Sometime throughout your life, you will probably notice a bump or lump appear on your body. Some are harmless, while others should be checked by a doctor. Below are five types of lumps and bumps, some of which are harmless, and some that need medical attention
Skin cancer can be either in the form of a melanoma or non-melanoma. The latter is more easily recognizable as something that needs to be checked, as it presents either as a reddish bump that bleeds easily or a patch of skin that won’t heal. Melanomas are dark spots and are more serious. By following the acronym “ABCDE,” you can determine whether a spot may be a melanoma.
- Asymmetry—If your spot doesn’t look the same on both sides, it’s asymmetrical.
- Borders—If the outline of the spot is rigid, wavy or uneven.
- Color—If the spot is a different color or changes color over time.
- Diameter—If your spot is larger than the diameter of a pencil eraser (more than a quarter inch or five millimeters).
- Elevation or Evolution—If the spot is raised above your skin (like a bump) or if it changes over time (evolves).
If your spot has any of these characteristics, you should contact your doctor.
Warts are bumps caused by the Human Papillomavirus (HPV), which is contagious. Warts are the same color as your skin, and they usually exist in clumps. They vary in severity, so if you have warts that aren’t going away, or warts in your genital area, you will want to contact your doctor. Genital warts have been linked to cervical cancer, so the Centers for Disease Control (CDC) recommends that girls get their first HPV vaccination when they are 10 or 11, or later if they haven’t yet gotten one.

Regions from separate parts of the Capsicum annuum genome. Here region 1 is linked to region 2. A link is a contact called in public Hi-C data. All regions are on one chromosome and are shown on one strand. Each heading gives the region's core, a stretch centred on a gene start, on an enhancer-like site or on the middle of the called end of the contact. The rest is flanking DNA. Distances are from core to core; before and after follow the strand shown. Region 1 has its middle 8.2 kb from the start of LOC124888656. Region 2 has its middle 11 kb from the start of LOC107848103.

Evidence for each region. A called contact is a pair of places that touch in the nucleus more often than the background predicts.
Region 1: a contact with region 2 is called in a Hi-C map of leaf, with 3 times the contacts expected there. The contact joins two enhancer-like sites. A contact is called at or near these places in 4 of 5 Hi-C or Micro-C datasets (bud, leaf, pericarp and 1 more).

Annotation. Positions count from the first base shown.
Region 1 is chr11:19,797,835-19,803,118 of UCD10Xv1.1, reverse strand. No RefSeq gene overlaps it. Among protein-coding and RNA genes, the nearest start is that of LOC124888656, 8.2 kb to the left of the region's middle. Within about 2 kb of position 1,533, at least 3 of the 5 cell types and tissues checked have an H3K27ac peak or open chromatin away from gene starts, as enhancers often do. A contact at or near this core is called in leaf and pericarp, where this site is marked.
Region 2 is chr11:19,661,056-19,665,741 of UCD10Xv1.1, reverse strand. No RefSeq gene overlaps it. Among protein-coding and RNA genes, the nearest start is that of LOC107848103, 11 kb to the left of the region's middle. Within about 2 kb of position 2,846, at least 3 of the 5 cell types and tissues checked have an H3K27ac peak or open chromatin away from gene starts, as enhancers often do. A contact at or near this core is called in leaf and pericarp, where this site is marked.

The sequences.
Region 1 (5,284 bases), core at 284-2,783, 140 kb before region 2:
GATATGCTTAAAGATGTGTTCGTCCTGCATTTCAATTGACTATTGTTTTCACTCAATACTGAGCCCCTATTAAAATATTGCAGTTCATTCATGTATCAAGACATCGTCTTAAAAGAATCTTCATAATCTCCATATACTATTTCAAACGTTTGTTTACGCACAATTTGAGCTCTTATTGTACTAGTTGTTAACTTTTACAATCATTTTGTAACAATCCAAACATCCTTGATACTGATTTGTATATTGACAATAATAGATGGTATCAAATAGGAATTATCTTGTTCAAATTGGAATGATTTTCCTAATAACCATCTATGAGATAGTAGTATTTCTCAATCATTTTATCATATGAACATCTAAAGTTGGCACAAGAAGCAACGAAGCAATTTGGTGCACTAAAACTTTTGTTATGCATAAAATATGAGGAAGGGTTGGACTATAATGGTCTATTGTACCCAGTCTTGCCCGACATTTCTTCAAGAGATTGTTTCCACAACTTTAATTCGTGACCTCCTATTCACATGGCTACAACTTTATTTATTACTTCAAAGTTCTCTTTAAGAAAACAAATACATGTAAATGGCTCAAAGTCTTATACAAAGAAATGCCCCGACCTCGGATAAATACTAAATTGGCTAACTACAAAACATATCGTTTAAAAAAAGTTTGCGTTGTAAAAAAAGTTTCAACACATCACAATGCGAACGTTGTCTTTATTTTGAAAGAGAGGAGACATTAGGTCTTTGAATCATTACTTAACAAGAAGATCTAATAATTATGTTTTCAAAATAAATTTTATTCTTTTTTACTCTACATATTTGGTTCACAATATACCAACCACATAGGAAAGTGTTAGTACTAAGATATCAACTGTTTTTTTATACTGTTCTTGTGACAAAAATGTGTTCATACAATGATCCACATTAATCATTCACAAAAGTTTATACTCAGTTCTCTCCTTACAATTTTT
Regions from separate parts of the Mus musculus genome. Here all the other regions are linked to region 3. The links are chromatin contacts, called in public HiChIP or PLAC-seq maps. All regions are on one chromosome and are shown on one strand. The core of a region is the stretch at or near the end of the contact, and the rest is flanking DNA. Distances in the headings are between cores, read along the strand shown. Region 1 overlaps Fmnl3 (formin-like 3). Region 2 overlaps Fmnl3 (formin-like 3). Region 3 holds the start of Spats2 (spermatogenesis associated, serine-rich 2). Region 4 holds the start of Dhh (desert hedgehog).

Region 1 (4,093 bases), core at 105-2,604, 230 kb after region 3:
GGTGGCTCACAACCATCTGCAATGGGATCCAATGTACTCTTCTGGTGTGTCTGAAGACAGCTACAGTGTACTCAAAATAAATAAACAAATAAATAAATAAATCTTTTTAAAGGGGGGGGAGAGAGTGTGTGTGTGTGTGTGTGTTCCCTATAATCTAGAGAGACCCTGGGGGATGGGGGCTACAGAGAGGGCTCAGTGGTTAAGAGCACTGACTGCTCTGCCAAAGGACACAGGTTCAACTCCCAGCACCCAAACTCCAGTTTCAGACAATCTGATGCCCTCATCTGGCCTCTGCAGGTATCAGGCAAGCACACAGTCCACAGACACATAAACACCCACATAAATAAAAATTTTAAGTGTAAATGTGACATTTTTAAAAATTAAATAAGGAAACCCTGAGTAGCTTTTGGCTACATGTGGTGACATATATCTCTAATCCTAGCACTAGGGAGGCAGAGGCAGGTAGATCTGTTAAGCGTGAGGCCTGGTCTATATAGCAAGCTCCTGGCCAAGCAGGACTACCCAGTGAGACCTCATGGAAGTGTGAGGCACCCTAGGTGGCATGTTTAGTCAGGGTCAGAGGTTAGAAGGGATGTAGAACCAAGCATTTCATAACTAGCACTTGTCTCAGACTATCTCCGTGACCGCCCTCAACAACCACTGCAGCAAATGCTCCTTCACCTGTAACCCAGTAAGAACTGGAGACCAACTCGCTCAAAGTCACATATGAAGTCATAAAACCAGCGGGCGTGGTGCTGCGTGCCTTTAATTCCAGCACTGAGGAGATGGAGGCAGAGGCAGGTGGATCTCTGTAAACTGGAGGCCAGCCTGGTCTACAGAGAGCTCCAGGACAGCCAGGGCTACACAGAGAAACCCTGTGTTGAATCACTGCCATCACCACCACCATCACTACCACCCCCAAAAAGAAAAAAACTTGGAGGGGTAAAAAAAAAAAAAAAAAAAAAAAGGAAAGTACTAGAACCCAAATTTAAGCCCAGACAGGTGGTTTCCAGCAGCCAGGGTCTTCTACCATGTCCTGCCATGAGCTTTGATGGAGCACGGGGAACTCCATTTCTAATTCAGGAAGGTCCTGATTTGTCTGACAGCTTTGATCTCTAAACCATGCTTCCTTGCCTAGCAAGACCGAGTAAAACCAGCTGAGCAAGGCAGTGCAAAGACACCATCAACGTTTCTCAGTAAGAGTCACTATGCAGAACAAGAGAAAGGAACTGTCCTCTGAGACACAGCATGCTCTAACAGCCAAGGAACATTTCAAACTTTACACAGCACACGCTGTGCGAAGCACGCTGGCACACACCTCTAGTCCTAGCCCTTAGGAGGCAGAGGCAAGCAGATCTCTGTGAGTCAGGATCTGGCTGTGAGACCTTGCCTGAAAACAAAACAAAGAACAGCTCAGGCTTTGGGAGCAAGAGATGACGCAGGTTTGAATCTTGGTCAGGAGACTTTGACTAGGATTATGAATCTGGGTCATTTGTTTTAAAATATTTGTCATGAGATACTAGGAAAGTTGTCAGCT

Cysts feel like small balls or pebbles, and they are yellowish round lumps that form under the skin. Cysts stay relatively small, and a cyst can form from a variety of situations, including a blocked follicle. Usually, cysts don’t cause health problems, but you may need to get yours removed if it’s in a delicate location, like the brain, or if it is in an area that causes you discomfort.
Angiomas are small collections of blood vessels that resemble bright red or purple bumps. They don’t bleed and usually stay the same size, so they often don’t require treatment.
Moles and Freckles
Moles are skin cells that didn’t disperse throughout your body and therefore retain a dark pigmentation. Freckles are dark spots that usually appear from sun exposure and are more common on light-skinned individuals. Both moles and freckles are harmless in and of themselves, but you should watch both to see if they change size or appearance. Either change could be an indication that they aren’t in fact just moles or freckles.
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